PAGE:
When children start going to preschool, as parents you may be approaching this major milestone with conflicting emotions, probably be excited about all the fun you hope your child will have and the new friends he’ll make. At the same time, you may feel a little sad that your child is venturing out into the big world without you. These emotions are normal. Your child is also bound to have a host of feelings about this transition, feeling proud to be a big kid but at the same time worried about being separated from you and starting something unfamiliar.
- When your child is starting preschool, it’s normal for you and your child to have mixed feelings.
- Talking to your child about preschool before he starts can help your child get used to the idea of going to preschool.
You can help your child settle into preschool by attending a few sessions together, having routines, and communicating with your child’s teacher.
Visit the preschool
Many preschools offer orientation visits. During these visits, the child can see and experience what he will do at preschool and what happens during the preschool day. With permission, you could take some photos of the preschool to show your child before he starts. Some preschools have a preparation or orientation book that you can take home with you.
How can I initiate a conversation with my child’s teacher?
- Don’t wait to be called on by the teacher.
- Parents shouldn’t hesitate to send a note and request an informal discussion as to how the child is performing through email, phone, or meeting personally
- Parents also shouldn’t hesitate to ask for concrete suggestions on ways to help the child at home.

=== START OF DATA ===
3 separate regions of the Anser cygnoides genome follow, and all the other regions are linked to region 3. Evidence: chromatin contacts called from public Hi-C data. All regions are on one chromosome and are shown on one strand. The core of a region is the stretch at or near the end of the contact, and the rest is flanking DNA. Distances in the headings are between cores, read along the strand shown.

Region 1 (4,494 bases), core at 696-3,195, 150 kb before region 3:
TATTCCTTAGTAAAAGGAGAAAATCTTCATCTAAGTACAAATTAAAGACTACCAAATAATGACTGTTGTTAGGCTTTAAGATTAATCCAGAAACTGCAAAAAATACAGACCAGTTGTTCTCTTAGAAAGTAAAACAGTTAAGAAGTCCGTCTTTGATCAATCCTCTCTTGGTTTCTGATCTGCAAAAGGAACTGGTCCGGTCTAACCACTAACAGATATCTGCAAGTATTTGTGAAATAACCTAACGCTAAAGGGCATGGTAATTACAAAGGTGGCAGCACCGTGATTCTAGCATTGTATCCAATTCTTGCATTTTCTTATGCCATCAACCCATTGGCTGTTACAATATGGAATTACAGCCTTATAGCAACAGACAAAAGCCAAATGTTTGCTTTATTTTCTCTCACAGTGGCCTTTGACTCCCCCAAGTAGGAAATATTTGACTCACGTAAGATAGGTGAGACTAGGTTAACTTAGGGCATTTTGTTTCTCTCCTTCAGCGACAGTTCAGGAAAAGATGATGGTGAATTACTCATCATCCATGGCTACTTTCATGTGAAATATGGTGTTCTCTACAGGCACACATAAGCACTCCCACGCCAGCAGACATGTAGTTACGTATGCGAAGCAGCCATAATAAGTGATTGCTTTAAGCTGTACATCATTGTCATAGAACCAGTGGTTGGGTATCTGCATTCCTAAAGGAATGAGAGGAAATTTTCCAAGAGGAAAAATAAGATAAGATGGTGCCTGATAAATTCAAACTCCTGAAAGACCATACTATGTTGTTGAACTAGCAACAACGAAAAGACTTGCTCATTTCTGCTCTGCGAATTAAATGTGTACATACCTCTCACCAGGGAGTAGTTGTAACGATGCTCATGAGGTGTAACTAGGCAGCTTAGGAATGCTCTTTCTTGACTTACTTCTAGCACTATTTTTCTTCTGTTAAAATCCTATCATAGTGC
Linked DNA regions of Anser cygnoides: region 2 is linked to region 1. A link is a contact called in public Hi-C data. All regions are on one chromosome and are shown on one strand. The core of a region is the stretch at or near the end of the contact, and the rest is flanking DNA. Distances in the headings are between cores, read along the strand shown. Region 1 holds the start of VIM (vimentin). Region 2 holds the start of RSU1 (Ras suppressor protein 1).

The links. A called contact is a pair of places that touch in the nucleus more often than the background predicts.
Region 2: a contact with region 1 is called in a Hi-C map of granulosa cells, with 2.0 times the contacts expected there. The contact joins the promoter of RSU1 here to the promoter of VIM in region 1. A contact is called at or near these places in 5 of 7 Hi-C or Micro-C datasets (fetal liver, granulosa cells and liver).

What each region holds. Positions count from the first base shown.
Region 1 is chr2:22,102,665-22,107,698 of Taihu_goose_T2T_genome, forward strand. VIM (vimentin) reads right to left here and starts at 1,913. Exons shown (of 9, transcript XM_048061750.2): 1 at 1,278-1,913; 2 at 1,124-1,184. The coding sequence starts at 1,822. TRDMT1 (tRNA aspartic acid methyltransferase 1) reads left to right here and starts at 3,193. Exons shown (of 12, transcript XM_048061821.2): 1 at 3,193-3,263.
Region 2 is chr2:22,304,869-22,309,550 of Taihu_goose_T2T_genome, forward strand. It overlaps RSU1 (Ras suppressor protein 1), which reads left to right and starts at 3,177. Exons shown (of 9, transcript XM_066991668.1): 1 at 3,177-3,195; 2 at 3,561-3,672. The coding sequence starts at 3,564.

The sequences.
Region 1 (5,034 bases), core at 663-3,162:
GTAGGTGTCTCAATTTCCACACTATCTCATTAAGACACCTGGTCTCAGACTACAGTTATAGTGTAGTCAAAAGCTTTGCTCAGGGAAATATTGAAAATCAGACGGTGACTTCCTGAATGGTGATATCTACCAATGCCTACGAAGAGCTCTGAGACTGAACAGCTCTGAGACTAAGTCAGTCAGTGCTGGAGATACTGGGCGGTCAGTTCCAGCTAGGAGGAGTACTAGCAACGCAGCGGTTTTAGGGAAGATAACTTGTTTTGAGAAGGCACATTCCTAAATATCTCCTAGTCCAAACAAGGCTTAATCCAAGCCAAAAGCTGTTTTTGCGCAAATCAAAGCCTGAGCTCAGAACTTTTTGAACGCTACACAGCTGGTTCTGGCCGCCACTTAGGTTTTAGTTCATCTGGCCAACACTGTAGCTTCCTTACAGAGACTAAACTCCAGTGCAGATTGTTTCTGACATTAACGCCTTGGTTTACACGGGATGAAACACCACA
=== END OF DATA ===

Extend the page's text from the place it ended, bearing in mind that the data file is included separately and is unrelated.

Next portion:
When communicating with the teacher the idea is to help them figure out the image of your child.
Tell the teacher what you know about your child’s interests, skills and history that will help to build a complete picture of who your child is at this moment.
- Share all relevant information that can affect the child emotionally, mentally or physically.
- Remember communicating isn’t only about telling teachers. It’s also about asking and listening. Let the teacher tell you about what he or she knows about your child and how the child is in the classroom.
- You may get some ideas on how to encourage and extend that learning environment at home as well.
Helping Your Child to Have a Great First Day of Preschool
The first day of preschool has arrived, and it’s time for your child to begin an educational journey. How can you make this monumental first day a great one?
Get Ready to Say Goodbye on the First Day of Preschool
Saying goodbye to mom and dad, particularly if it’s the first time out of the house alone, can be difficult for many preschoolers. The key is to make sure you are ready for your child to go to preschool.
Managing the Tears
First, be prepared for some tears. It’s a scenario played out at preschools everywhere. A child, screaming, holding refusing to even look at the classroom, much less walk into it alone. Relax. It’s normal. Kids at this age thrive on familiarity, so when they are placed in a new situation, it’s common if they panic a little bit.
Getting Your Child Settled In
The great thing about the first day of preschool is that there are a whole bunch of parents in the room that are going through the same exact thing as you. If you work together as a team, it becomes that much easier and also much more fun.
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